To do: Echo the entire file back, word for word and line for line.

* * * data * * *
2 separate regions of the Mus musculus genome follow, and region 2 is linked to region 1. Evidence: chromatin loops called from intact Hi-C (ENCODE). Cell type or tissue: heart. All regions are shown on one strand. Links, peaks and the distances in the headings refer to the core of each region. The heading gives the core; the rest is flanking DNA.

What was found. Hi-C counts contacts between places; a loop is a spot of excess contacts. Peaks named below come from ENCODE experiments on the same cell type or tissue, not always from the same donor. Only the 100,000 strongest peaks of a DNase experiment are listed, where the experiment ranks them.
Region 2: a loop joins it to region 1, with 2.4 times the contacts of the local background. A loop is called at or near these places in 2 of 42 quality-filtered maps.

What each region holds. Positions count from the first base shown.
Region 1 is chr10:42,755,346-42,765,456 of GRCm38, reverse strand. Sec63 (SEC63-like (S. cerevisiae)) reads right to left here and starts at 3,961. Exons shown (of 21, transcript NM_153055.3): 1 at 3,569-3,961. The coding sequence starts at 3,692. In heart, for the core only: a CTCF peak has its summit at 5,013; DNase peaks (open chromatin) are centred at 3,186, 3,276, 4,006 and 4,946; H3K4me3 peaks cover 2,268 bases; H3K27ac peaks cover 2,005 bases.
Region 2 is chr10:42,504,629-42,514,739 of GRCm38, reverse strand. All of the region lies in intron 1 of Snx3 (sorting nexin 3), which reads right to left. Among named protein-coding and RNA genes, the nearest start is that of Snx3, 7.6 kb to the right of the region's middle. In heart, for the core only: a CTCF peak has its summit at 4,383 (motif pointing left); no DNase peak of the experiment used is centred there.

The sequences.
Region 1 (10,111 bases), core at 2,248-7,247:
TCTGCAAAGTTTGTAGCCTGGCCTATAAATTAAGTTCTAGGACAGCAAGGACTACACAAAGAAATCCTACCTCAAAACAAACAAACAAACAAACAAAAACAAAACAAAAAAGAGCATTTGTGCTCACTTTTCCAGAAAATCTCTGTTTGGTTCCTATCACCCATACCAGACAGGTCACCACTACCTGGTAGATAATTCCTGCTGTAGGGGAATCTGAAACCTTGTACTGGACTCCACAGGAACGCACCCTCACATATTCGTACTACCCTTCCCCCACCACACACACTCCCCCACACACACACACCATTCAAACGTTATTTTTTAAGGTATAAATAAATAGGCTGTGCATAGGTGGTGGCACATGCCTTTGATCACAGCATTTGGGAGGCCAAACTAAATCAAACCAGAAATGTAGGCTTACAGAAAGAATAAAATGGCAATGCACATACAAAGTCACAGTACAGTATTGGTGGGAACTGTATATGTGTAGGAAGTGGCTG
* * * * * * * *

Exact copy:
2 separate regions of the Mus musculus genome follow, and region 2 is linked to region 1. Evidence: chromatin loops called from intact Hi-C (ENCODE). Cell type or tissue: heart. All regions are shown on one strand. Links, peaks and the distances in the headings refer to the core of each region. The heading gives the core; the rest is flanking DNA.

What was found. Hi-C counts contacts between places; a loop is a spot of excess contacts. Peaks named below come from ENCODE experiments on the same cell type or tissue, not always from the same donor. Only the 100,000 strongest peaks of a DNase experiment are listed, where the experiment ranks them.
Region 2: a loop joins it to region 1, with 2.4 times the contacts of the local background. A loop is called at or near these places in 2 of 42 quality-filtered maps.

What each region holds. Positions count from the first base shown.
Region 1 is chr10:42,755,346-42,765,456 of GRCm38, reverse strand. Sec63 (SEC63-like (S. cerevisiae)) reads right to left here and starts at 3,961. Exons shown (of 21, transcript NM_153055.3): 1 at 3,569-3,961. The coding sequence starts at 3,692. In heart, for the core only: a CTCF peak has its summit at 5,013; DNase peaks (open chromatin) are centred at 3,186, 3,276, 4,006 and 4,946; H3K4me3 peaks cover 2,268 bases; H3K27ac peaks cover 2,005 bases.
Region 2 is chr10:42,504,629-42,514,739 of GRCm38, reverse strand. All of the region lies in intron 1 of Snx3 (sorting nexin 3), which reads right to left. Among named protein-coding and RNA genes, the nearest start is that of Snx3, 7.6 kb to the right of the region's middle. In heart, for the core only: a CTCF peak has its summit at 4,383 (motif pointing left); no DNase peak of the experiment used is centred there.

The sequences.
Region 1 (10,111 bases), core at 2,248-7,247:
TCTGCAAAGTTTGTAGCCTGGCCTATAAATTAAGTTCTAGGACAGCAAGGACTACACAAAGAAATCCTACCTCAAAACAAACAAACAAACAAACAAAAACAAAACAAAAAAGAGCATTTGTGCTCACTTTTCCAGAAAATCTCTGTTTGGTTCCTATCACCCATACCAGACAGGTCACCACTACCTGGTAGATAATTCCTGCTGTAGGGGAATCTGAAACCTTGTACTGGACTCCACAGGAACGCACCCTCACATATTCGTACTACCCTTCCCCCACCACACACACTCCCCCACACACACACACCATTCAAACGTTATTTTTTAAGGTATAAATAAATAGGCTGTGCATAGGTGGTGGCACATGCCTTTGATCACAGCATTTGGGAGGCCAAACTAAATCAAACCAGAAATGTAGGCTTACAGAAAGAATAAAATGGCAATGCACATACAAAGTCACAGTACAGTATTGGTGGGAACTGTATATGTGTAGGAAGTGGCTG